In my previous posting I explained details about and differences between the main three old German scripts: the older handwriting script Kurrent, the newer handwriting script Sütterlin and the print script Fraktur. Of course there are more but the majority of those either are variations of the previously mentioned three scripts – or they go back into a time where we rarely find any documents about our ancestors – or they weren’t used in Germanic areas.
Let’s now have a closer look at each of them and learn about the letters. I’ll show you my system of how to split the letters into different letter groups to narrow down the options in case you can’t identify a letter right away.
In a final step I’ll show you the snares and traps of possible letter mix-ups.
Old German scripts: Kurrent and Sütterlin type
Kurrent is the older German handwriting type of the three already mentioned main old German scripts, Sütterlin the younger. Usually Kurrent is a cursive font, more or less, mostly depending on the writer while Sütterlin is mostly upright.
More decorative versions of Kurrent often were used in chancelleries for official documents and contracts. If you have to decipher and transcribe old German sales or testimentary contracts you’ll face “Kanzleischrift” (= chancellery script). Lots of swirls and squiggles, nice to look at, but nasty to recognize initial letters at least.
Sample sheets for the letters
While you are used to 26 letters in an alphabet this is only partially true for the old German scripts. Additionally to the a-z letters (both lower and upper case) the old German alphabet has a few more letters.
- Umlaut: ä, ö, ü (both lower and upper case)
- EsZett: ß (traditionally only lower case, though in June 2017 an upper case ß was added to the official modern German alphabet. Looks VERY much like a capital B, imho confusing and ugly…. yikes!)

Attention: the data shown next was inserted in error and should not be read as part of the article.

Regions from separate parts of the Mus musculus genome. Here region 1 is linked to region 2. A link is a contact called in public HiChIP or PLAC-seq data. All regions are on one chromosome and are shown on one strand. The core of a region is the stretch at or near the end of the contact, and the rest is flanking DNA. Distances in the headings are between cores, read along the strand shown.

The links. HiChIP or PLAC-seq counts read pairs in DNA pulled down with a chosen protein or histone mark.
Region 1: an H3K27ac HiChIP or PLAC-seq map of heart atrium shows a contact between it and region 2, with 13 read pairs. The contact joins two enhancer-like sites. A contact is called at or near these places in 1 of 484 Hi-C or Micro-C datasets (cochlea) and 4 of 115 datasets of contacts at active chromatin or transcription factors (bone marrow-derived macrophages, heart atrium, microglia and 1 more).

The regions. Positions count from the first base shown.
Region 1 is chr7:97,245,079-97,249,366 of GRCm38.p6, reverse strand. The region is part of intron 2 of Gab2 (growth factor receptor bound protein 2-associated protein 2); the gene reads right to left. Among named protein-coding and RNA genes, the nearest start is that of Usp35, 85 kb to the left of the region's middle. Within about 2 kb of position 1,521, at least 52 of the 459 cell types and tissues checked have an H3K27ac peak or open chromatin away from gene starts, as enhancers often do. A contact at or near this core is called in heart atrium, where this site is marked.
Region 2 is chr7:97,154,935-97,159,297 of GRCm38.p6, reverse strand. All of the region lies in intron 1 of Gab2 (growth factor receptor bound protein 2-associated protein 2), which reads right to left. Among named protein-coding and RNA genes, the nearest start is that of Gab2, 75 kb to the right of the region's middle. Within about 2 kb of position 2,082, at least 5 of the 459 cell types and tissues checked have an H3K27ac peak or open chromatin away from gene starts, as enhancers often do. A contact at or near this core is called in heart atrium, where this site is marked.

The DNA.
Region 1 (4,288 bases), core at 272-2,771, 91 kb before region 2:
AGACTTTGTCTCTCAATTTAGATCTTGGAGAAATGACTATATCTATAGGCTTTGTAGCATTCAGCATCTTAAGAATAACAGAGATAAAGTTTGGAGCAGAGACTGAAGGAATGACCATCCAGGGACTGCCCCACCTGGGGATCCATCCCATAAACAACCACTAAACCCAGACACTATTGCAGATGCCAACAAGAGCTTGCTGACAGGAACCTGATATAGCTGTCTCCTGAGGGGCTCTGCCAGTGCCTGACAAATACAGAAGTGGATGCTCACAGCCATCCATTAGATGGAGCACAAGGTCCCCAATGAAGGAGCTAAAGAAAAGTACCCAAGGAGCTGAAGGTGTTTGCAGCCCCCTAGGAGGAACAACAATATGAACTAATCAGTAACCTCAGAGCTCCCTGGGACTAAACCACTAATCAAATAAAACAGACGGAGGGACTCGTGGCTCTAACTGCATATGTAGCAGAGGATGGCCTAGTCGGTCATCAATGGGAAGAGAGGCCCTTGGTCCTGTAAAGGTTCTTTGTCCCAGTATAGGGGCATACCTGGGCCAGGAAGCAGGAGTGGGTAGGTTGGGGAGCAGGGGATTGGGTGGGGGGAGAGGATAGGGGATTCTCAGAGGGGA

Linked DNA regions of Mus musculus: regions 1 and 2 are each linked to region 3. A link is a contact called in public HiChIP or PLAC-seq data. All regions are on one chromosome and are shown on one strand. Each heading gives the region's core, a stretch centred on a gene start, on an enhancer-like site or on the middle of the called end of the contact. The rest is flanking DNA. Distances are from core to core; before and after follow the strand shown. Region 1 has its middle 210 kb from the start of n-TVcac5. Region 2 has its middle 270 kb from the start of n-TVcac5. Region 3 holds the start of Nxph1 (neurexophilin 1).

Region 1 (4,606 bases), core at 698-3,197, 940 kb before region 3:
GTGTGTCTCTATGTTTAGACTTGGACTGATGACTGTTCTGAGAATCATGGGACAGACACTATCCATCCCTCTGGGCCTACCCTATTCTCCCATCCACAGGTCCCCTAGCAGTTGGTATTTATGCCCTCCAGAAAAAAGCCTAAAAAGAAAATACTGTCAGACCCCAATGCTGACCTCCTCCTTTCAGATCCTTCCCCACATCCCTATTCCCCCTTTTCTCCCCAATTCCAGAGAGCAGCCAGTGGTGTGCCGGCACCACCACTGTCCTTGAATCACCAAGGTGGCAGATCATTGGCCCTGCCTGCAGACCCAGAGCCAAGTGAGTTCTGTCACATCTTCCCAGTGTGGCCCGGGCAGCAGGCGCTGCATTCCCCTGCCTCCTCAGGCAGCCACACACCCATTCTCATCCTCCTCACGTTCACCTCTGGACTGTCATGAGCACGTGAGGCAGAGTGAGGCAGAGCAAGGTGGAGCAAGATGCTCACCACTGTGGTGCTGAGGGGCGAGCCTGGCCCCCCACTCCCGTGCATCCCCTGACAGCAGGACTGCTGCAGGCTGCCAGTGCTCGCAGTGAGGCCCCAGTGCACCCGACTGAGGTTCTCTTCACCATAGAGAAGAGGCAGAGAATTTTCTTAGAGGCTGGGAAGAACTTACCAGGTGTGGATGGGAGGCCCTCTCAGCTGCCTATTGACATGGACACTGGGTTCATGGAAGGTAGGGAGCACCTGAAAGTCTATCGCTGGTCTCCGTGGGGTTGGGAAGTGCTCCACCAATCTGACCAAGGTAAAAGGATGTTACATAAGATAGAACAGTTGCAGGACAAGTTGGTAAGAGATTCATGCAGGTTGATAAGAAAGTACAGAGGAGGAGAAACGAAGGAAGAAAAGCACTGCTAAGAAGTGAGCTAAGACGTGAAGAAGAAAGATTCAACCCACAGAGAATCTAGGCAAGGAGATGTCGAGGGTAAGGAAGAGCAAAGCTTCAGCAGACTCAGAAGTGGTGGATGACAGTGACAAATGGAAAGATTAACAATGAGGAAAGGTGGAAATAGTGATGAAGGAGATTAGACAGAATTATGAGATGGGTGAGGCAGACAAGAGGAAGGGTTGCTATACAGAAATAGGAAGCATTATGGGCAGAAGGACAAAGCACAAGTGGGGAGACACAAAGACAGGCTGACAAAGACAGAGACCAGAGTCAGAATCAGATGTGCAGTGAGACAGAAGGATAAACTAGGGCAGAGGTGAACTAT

- Lowercase “long s” and “round s” as well as capital S
I created a sample sheet for you with various Kurrent and Sütterlin type scripts (downloaded for free under Creative Commons 0 licence, mostly from Peter Wiegel’s website, but also one by R. G. Arens). Click on the picture to get a PDF version of the whole sample sheet.
The fonts I used for this sample sheet are:
- 18th Century Kurrent Start (Peter Wiegel)
- Cöntgen Kanzlei (Peter Wiegel)
- Goldmarie (Peter Wiegel)
- Greifswalder Deutsche Schrift (Peter Wiegel)
- Neue Rudelskopf verbunden (Peter Wiegel)
- Ottilie (Peter Wiegel)
- Rastenburg Schräg (Peter Wiegel)
- Volksschrift (Peter Wiegel)
- Wiegel Kurrent (Peter Wiegel)
- Suetterlin (R. G. Arens)
Muse a bit over this sample sheet. Pick one letter and compare all 10 versions of it to see the similarities and characteristics that all 10 of the letter’s versions share. Even though these are all computer fonts and not handwritten by a person, they’ll provide a good indication of how much letters can change without losing their characteristics.
Give the document text a first try
Sit down with your document and write down every word and every letter that you actually can decipher. It’s important that you do this in your own handwriting or a computer font you are used to.
If you can’t decipher a word or a part of a word, replace it with several underscores (_____), then continue with the next word. If you can’t read a letter within a word, replace that letter with a single underscore (_), then continue with the rest of the word. Try to read the following:
Y_ur t_xt may look somet__ng lik_ this,
def_n_tely far fr_m being perf_c_ or done.
_ut if yo_ slo_ly read __ese lines here,
you __ll notice that _our br__n
will fill in a f__ of the mi_sing l__ters,
s_llab___ _n_ wo_ds
wh_ch alr__dy are kno_n to yo_.
I’m pretty sure you were able to read at least a part of that, if not even everything. Amazing, isn’t it? A bit like the 1970s TV show “Wheel of Fortune” if you can remember it (I do, which gives away my age…). But it only works if you use your own handwriting or a computer font your brain is well accustomed to.